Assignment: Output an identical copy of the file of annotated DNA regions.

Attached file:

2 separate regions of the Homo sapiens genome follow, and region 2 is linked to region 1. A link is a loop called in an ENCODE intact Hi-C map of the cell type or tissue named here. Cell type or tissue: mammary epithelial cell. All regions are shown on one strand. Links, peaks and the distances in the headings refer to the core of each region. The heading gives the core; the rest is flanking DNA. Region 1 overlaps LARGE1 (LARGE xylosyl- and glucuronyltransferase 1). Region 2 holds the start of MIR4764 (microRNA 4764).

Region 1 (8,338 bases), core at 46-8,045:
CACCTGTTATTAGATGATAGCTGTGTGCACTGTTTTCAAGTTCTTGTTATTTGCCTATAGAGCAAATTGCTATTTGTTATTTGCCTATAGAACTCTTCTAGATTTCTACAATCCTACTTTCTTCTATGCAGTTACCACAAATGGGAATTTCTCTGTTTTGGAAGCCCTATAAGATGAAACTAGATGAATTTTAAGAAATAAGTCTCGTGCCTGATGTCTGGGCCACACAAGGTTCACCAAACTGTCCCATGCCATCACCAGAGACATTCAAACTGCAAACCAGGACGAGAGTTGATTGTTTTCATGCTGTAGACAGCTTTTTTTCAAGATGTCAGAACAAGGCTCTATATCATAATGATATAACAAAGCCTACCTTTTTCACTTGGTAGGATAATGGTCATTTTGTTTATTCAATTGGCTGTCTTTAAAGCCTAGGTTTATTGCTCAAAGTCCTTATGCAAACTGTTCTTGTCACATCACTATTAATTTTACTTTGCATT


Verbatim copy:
2 separate regions of the Homo sapiens genome follow, and region 2 is linked to region 1. A link is a loop called in an ENCODE intact Hi-C map of the cell type or tissue named here. Cell type or tissue: mammary epithelial cell. All regions are shown on one strand. Links, peaks and the distances in the headings refer to the core of each region. The heading gives the core; the rest is flanking DNA. Region 1 overlaps LARGE1 (LARGE xylosyl- and glucuronyltransferase 1). Region 2 holds the start of MIR4764 (microRNA 4764).

Region 1 (8,338 bases), core at 46-8,045:
CACCTGTTATTAGATGATAGCTGTGTGCACTGTTTTCAAGTTCTTGTTATTTGCCTATAGAGCAAATTGCTATTTGTTATTTGCCTATAGAACTCTTCTAGATTTCTACAATCCTACTTTCTTCTATGCAGTTACCACAAATGGGAATTTCTCTGTTTTGGAAGCCCTATAAGATGAAACTAGATGAATTTTAAGAAATAAGTCTCGTGCCTGATGTCTGGGCCACACAAGGTTCACCAAACTGTCCCATGCCATCACCAGAGACATTCAAACTGCAAACCAGGACGAGAGTTGATTGTTTTCATGCTGTAGACAGCTTTTTTTCAAGATGTCAGAACAAGGCTCTATATCATAATGATATAACAAAGCCTACCTTTTTCACTTGGTAGGATAATGGTCATTTTGTTTATTCAATTGGCTGTCTTTAAAGCCTAGGTTTATTGCTCAAAGTCCTTATGCAAACTGTTCTTGTCACATCACTATTAATTTTACTTTGCATT